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Dana Alliance member Kerry Ressler, M.D., Ph.D., became interested in post-traumatic stress disorder not because he believed it posed the greatest challenge for psychiatrists, but because he felt they were close to answers. “It’s the area in psychiatry that we best understand the neural circuitry and it’s the only mental disorder that we [can pinpoint] where it starts,” he says. “It’s solvable.”
This is good news, especially considering a recent study found that nearly one in four stroke patients experience PTSD within a year after the stroke. Ressler, a professor at Emory and the co-director of the Trauma Clinic at Fulton County Community Mental Health Center, says the take-home message from that study is that PTSD can affect anyone, not just military members. “Our primary research for the last decade has focused on highly-traumatized inner city civilian patients as a cohort that is at very high risk for PTSD. It is an underappreciated and undertreated population.” He adds that while as many as 30 percent of the mentally ill population have PTSD, only 10-11 percent are diagnosed with PTSD.
Ressler studies the genetic underpinnings of fear and anxiety disorders such as PTSD, phobias, and panic disorders. Understanding the neural circuitry associated with a particular behavior can lead to treatment or prevention. And he believes PTSD can be prevented. He co-authored a study in Science Translational Medicine in which mice were subjected to a terrifying experience but exhibited few signs of PTSD thanks to a drug, SR-8993, that blocked the fearful memory. It was published in June during PTSD Awareness Month. Forbes and National Geographic, among others, reported on the study. From the NatGeo story:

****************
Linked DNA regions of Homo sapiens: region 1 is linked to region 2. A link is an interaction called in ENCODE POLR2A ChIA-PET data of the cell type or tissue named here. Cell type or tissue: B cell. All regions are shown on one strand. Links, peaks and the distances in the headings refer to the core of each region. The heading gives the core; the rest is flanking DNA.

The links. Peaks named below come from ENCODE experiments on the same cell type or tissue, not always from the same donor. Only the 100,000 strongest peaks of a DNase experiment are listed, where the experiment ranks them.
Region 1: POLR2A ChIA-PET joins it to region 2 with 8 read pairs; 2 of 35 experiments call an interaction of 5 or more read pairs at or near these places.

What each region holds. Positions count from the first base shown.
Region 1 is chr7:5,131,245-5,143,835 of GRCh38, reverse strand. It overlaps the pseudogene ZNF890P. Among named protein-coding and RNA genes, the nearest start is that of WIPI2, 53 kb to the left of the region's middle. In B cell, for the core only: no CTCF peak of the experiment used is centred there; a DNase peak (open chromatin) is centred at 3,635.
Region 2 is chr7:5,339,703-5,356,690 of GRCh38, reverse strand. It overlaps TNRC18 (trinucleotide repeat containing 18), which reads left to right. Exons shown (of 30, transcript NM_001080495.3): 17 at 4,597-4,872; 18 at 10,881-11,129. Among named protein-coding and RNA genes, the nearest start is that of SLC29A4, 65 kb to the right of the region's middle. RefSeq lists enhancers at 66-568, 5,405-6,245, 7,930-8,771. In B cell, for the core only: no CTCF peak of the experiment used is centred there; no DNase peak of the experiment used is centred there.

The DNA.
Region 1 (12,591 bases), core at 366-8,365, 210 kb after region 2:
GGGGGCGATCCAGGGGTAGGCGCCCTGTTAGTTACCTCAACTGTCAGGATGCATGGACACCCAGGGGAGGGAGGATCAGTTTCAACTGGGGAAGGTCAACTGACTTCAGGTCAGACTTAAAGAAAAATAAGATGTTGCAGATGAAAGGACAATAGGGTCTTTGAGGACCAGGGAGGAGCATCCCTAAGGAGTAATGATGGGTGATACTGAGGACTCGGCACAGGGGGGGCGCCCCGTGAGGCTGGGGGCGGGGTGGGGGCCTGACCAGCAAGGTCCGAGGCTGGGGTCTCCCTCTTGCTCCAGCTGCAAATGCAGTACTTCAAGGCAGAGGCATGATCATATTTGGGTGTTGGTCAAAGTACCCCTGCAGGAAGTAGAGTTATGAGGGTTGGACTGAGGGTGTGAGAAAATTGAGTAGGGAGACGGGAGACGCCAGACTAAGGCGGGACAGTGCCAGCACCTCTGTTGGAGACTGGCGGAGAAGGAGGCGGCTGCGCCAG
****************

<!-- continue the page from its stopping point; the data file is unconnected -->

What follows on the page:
There are lots of reasons to be excited about these findings. Human and mouse data seem to agree, for one thing, and the previous studies showing the beneficial effects of morphine on traumatized individuals lend credence to the whole idea. But Ressler, who’s been studying the devastating effects of PTSD for a long time, isn’t ready to beat the drum for SR-8993. “Until replication studies are performed I don’t want to be overly enthusiastic,” he says.
He also doesn’t want people to forget about the already available treatments for PTSD, namely psychotherapy, which has been proven to help many people with the disorder. “It is important for people to know that PTSD is understandable as a brain illness and is treatable,” he says.